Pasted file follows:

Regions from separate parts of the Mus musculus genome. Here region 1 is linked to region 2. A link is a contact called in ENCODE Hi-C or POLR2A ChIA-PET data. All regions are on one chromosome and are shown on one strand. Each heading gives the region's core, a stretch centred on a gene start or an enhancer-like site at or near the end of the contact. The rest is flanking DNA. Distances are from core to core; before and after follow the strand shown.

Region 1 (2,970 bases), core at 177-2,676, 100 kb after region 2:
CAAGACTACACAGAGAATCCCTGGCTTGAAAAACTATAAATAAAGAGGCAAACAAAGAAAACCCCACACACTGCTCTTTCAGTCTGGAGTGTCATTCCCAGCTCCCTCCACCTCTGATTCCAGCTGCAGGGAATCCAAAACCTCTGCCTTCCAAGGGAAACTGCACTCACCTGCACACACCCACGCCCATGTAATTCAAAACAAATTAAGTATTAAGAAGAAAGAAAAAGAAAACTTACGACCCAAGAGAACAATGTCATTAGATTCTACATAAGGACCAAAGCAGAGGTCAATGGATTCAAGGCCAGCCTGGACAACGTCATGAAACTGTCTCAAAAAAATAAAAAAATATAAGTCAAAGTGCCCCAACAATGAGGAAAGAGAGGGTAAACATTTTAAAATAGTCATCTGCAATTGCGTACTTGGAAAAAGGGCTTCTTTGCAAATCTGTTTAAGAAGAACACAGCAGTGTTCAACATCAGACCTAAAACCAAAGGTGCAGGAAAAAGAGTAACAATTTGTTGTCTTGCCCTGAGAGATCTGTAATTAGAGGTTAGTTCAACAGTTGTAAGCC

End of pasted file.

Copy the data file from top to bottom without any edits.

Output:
Regions from separate parts of the Mus musculus genome. Here region 1 is linked to region 2. A link is a contact called in ENCODE Hi-C or POLR2A ChIA-PET data. All regions are on one chromosome and are shown on one strand. Each heading gives the region's core, a stretch centred on a gene start or an enhancer-like site at or near the end of the contact. The rest is flanking DNA. Distances are from core to core; before and after follow the strand shown.

Region 1 (2,970 bases), core at 177-2,676, 100 kb after region 2:
CAAGACTACACAGAGAATCCCTGGCTTGAAAAACTATAAATAAAGAGGCAAACAAAGAAAACCCCACACACTGCTCTTTCAGTCTGGAGTGTCATTCCCAGCTCCCTCCACCTCTGATTCCAGCTGCAGGGAATCCAAAACCTCTGCCTTCCAAGGGAAACTGCACTCACCTGCACACACCCACGCCCATGTAATTCAAAACAAATTAAGTATTAAGAAGAAAGAAAAAGAAAACTTACGACCCAAGAGAACAATGTCATTAGATTCTACATAAGGACCAAAGCAGAGGTCAATGGATTCAAGGCCAGCCTGGACAACGTCATGAAACTGTCTCAAAAAAATAAAAAAATATAAGTCAAAGTGCCCCAACAATGAGGAAAGAGAGGGTAAACATTTTAAAATAGTCATCTGCAATTGCGTACTTGGAAAAAGGGCTTCTTTGCAAATCTGTTTAAGAAGAACACAGCAGTGTTCAACATCAGACCTAAAACCAAAGGTGCAGGAAAAAGAGTAACAATTTGTTGTCTTGCCCTGAGAGATCTGTAATTAGAGGTTAGTTCAACAGTTGTAAGCC